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Playback (Philip Marlowe #7)

3.75 of 5 stars 3.75  ·  rating details  ·  3,167 ratings  ·  208 reviews
Marlowe is hired by an influential lawyer he's never herd of to tail a gorgeous redhead, but decides he prefers to help out the redhead. She's been acquitted of her alcoholic husband's murder, but her father-in-law prefers not to take the court's word for it.

"Chandler wrote like a slumming angel and invested the sun-blinded streets of Los Angeles with a romantic presence:"...more
Paperback, 176 pages
Published August 12th 1988 by Vintage (first published 1958)
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Ian Paganus
"A Little Quiet Fun At My Own Expense"

The waiter set a glass down on the table in front of me. It was my sixth drink in an hour. I couldn’t even remember ordering it. I drank it. It seemed like the right thing to do. The waiter watched me put down the empty glass. “Another shot?” he asked. I nodded. “You’ll have to pay for this one.” I looked around the room in search of my benefactor. I saw her first, sitting alone at a nearby table, then I saw her legs. They didn’t look like any legs I had see...more
Philip Marlowe is given a task of tailing a woman by a prominent lawyer. The job is so easy Marlowe begins to wonder who the woman is and why the tailing was necessary at all. This is the whole mystery in the book. If you do not want huge spoilers, do not read the book's blurb as it gives away the only mystery element present.

The only redeeming quality of the book is its length: it is the shortest novel of the series. As I mentioned before the mystery part is practically non-existent, nothing wo...more
Anthony Vacca
Clocking in at a malnourished 166 pages (that’s two hundred pages less than the prosperously-gutted masterpiece, The Long Goodbye) Playback is anything but the last, great Marlowe novel, and neither is it really a worthy swan song. But a Marlowe novel is a Marlowe novel is a Marlowe novel. This last time around, Marlowe gets railroaded into a job tailing a knockout redhead, which quickly turns into a muddled mystery involving blackmail, murder, gangsters, and a crappy tourist-trap town. Marlowe...more
Apr 08, 2013 Mark rated it 4 of 5 stars  ·  review of another edition
Recommends it for: Lovers of, its never too late type things!
Recommended to Mark by: My own determination to fathom Chandler
Good grief. What a difference 18 months or so makes. I read The Big Sleep and i enjoyed it up to a point but found it a souffle overly egged on the 'witty and offbeat images' ingredient but this one, Playback, I absolutely loved. There is still the wit, the clever descriptions, the tension and mystery but it simply flowed for me more and perhaps i found Marlowe more attractive as a character. He seemed more human and if Chandler sometime strayed into dangerous territory in the prose stakes he in...more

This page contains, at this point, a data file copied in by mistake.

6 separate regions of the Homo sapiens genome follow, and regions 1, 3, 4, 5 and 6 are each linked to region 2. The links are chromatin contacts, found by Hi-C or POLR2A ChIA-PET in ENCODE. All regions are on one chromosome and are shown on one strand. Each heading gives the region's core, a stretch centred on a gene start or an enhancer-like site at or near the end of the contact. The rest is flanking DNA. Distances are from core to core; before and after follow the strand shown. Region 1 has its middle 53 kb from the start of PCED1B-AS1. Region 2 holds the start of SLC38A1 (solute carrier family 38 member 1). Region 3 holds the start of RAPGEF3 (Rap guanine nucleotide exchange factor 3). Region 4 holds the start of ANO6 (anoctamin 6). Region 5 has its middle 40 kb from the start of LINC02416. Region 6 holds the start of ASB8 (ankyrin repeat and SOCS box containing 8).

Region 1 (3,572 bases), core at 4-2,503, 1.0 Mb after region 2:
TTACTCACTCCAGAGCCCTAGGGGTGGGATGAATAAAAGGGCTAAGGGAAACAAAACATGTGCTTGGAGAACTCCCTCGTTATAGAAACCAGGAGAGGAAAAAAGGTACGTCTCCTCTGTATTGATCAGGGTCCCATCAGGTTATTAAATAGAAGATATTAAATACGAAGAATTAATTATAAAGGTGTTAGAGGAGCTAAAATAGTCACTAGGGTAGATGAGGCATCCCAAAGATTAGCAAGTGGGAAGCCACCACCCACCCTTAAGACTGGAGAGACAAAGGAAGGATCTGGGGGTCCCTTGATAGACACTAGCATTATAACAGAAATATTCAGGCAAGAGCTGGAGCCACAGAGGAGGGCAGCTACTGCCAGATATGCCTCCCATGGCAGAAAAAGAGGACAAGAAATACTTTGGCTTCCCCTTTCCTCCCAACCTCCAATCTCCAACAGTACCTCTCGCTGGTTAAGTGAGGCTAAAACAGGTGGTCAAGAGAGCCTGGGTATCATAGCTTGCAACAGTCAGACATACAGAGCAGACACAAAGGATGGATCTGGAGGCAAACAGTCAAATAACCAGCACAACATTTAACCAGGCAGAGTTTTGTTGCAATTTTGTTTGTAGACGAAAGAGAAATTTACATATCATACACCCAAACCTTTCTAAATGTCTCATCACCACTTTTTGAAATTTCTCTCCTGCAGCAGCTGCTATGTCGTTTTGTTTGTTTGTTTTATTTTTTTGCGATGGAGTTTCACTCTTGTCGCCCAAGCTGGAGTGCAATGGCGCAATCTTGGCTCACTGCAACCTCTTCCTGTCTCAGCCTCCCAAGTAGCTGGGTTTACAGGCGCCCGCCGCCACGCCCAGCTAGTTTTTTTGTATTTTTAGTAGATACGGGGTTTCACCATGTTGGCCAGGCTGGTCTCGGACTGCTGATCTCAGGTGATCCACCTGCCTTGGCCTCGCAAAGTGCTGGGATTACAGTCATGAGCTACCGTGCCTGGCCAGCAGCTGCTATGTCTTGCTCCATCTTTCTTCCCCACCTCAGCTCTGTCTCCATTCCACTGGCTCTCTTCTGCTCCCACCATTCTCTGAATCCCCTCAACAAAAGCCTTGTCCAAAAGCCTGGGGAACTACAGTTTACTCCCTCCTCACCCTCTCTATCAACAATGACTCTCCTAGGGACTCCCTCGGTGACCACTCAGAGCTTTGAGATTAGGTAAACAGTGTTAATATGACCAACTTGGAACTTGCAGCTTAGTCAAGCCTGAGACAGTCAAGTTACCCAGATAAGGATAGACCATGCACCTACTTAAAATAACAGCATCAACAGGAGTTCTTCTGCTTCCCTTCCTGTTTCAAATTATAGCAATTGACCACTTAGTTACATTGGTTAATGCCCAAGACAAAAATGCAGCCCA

Oh man, I've got a problem, this is the second Chandler in a row where I've been quite bored by the end.

What starts off as pure Marlowe gold in his meeting with Ms Vermilyea manages to become dull, rushed and predictable by halfway. Sure the dialogue is great but everything else somehow falls flat in the convoluted mess of a plot.

I'm so disappointed and exhausted from reading these 150 pages that I can't even fully form my thoughts in to interesting paragraphs.
Zack S.
'Playback', Chandler's final completed novel and the follow-up to 'The Long Goodbye', is a novel that has managed to haunt me since I read it three years ago. The prose throttles me with its speed and economy, and in this novel, more than any of Chandler's others, I feel Marlowe's humanity.

Marlowe is tired, and his sense of reality is breaking down. An example: he beds Miss Vermilyea, his client's secretary, then leaves her house wondering if anything happened. He calls after her down the hallwa...more
Chandler's last novel has defects in plotting, but not in writing. Philip Marlowe, the most influential of the early fictional private eyes, is hired to tail a good-looking redhead who seems to be on the lam. He isn't told much about the job by his stuffy employer, a lawyer named Clyde Umney (with a wonderful flashy secretary named Miss Vermilyea), but then Umney doesn't know much either. It soon becomes evident that the young woman is complicated and that she is being followed, and shaken down,...more
An Odd1
5* for now, to remind me to try more. California 1950s had hats, spats, gloves, garters, hankies; some things, like PBX, phone switchboard intercom, no longer exist. The dated setting and phrasing are major to the charm of Chandler. I like humorous expressions. "The next hour was three hours long."
Hard-boiled shamus Philip Marlowe is hired by unknown bigwigs back East to tail classy Eleanor King from the Super Chief train. He overhears sleazy Larry Mitchell blackmail the dusky-red-wavy-haired b...more
Hey, it's Chandler, so he gets 5 stars, even if it's probably not the best of PI Marlowe. But we get to see different shades of him. Plus the writing has the usual fire power. Interesting minor characters give voice to Chandler's world view late in his life. Sad, poignant, and accessible. Loved it. Plan to read/re-read more titles soon.
Lawyer Clive Umney wakens Marlowe, much to his annoyance, in the early morning and instructs him to follow one of the passengers off the eight o'clock Chicago train.